HL Deb 31 October 1975 vol 365 cc846-51

[Nos. 79–84.]

Clause 30, page 21, line 9, leave out subsection (9)

Clause 30, page 21, line 13, at end insert—

(11) This section and sections 31 to (Procedure in magistrates' courts) do not apply to Scotland")

Clause 31, page 21, line 14, leave out from beginning to ("by") in line 15 and insert ("An authorised court may, on making a custodianship order or while a custodianship order is in force.")

Clause 31, page 22, line 10, after ("1973") insert ("and sections 3 and 4 of that Act (supplementary provisions)")

Clause 31, page 22, line 12, at end insert ("subject to the following modifications, that is to say—

  1. (a) in section 2(2) (b) and (4)(a) of the Guardianship Act 1973 any reference to a parent of the minor to whom the order relates shall be construed as including a reference to any other individual;
  2. (b) section 3(3) of that Act shall have effect as if the words "or the custodian" 847 were inserted after the words "application of either parent".").

After Clause 32 insert the following new clause—

("—(1) Before revoking a custodianship order the court shall ascertain who would have legal custody of the child, if, on the revocation of the custodianship order, no further order were made under this section.

(2) If the child would not be in the legal custody of any person, the court shall, if it revokes the custodianship order, commit the care of the child to a specified local authority.

(3) If there is a person who would have legal custody of the child on the revocation of the custodianship order, the court shall consider whether it is desirable in the interests of the welfare of the child for the child to be in the legal custody of that person and—

  1. (a) if the court is of the opinion that it would not be so desirable, it shall on revoking the custodianship order commit the care of the child to a specified local authority;
  2. (b) if it is of the opinion that while it is desirable for the child to be in the legal custody of that person, it is also desirable in the interests of the welfare of the child for him to be under the supervision of an independent person, the court shall on revoking the custodianship order, order that the child shall be under the supervision of a specified local authority or of a probation officer.

(4) Before exercising its functions under this section the court shall, unless it has sufficient information before it for the purpose, request—

  1. (a) a local authority to arrange for an officer of the authority, or
  2. (b) a probation officer,
to make to the court a report, orally or in writing, on the desirability of the child returning to the legal custody of any individual, and it shall be the duty of the local authority or probation officer to comply with the request.

(5) Where the court makes an order under subsection (3)(a) the order may require the payment by either parent to the local authority, while it has the care of the child, of such weekly or other periodical sum towards the maintenance of the child as the court thinks reasonable.

(6) Sections 3 and 4 of the Guardianship Act 1973 (which contain supplementary provisions relating to children who are subject to supervision, or in the care of local authority, by virtue of orders made under section 2 of that Act) apply in relation to an order under this section as they apply in relation to an order under section 2 of that Act.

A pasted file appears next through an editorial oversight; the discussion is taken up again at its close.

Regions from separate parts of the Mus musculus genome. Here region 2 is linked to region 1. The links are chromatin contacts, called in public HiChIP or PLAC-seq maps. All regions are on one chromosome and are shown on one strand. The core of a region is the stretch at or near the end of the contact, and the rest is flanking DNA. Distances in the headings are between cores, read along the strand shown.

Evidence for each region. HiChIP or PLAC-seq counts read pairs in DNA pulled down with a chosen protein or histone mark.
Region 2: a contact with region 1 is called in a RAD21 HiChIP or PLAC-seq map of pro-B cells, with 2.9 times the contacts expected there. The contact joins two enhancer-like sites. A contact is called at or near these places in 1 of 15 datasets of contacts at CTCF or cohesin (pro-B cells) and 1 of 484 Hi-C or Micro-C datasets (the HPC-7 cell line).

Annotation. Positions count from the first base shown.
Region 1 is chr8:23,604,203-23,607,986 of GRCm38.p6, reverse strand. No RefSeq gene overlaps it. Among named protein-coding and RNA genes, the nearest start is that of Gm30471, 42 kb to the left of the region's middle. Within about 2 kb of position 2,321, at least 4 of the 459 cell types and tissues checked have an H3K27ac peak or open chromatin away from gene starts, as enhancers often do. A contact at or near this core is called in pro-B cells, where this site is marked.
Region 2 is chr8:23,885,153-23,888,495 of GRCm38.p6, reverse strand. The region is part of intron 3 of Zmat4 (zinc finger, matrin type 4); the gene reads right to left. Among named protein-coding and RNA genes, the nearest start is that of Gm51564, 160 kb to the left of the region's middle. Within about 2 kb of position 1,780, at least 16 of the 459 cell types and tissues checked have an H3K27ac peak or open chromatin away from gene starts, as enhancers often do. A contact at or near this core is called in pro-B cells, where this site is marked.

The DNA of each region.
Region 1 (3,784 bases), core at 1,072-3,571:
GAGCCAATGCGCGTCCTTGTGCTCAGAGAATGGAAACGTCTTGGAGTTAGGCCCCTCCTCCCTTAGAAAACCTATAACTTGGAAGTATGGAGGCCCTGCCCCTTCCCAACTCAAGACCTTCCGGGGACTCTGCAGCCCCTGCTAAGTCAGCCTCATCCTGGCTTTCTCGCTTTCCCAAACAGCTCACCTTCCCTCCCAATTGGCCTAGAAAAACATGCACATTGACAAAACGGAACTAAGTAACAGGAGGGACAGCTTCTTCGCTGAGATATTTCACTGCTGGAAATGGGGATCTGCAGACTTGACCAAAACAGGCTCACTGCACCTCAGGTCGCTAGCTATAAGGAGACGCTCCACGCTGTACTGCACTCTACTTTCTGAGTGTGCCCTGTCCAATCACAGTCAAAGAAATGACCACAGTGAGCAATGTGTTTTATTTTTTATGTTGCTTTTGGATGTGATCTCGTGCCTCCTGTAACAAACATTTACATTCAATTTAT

(7) Subsections (2) to (6) of section 6 of the Guardianship Act 1973 shall apply in relation to reports which are requested by magistrates' courts under this section as they apply to reports under subsection (1) of that section").

4.25 p.m.


My Lords, with the leave of the House I beg to move that this House doth agree with the Commons in their Amendments Nos. 79 to 84. I think it will be for the convenience of your Lordships' House if I speak on all the Amendments to Part II—I am sorry, I had forgotten that we had reached Part II. What I want to do—and I hope it will not confuse your Lordships—is to move the whole of the Amendments to Part II, from Nos. 79 to 103.


My Lords, we agreed that it should be No. 100, did we not?


My Lords, I am informed now that it would be very much better if we were to finish at No. 103.


My Lords, perhaps I may intervene briefly because while my noble friend has been working I have checked on this. If we go up to Amendment No. 103 we go up to the end of Clause 40, which is the end of the English clauses. Clause 41 starts the Scottish clauses.


My Lords, I will speak to them all but I cannot put them en bloc because in fact I have spoken to certain of the Amendments with the preceding ones, so I shall have to move them separately. For the most part these Amendments are minor or technical or drafting in character, but I wish to draw your Lordships' attention to several Amendments which, in the view of the Government, considerably improve this Part of the Bill, either by providing additional protection for children or by clarifying the intention of the legislation. There are, in addition, a few Scottish points which I may refer to.

The first Amendment I think I should mention is No. 84, which inserts a new clause dealing with care, et cetera of children on revocation of a custodianship order. The Government accepted in another place that the Bill did not accord sufficient protection to children who were the subject of applications for the revocation of custodianship orders and that an Amendment was needed to ensure that the court dealing with a revocation application had adequate information and appropriate powers to make whatever orders it saw fit. The general effect of this new clause is to provide that when determining whether to revoke a custodianship order, the court is to consider what result revocation of the order would produce for the child, having regard to the provisions of Clause 39(1) on the revival of rights to legal custody on revocation, and that, if the court has insufficient information for this purpose it is to be required to call for a report. Where the court considers that the operation of Clause 39(1) would produce results that would not accord with the welfare of the child, or that supervision would be desirable, the court is empowered to commit the care of the child to a local authority or to make a supervision order.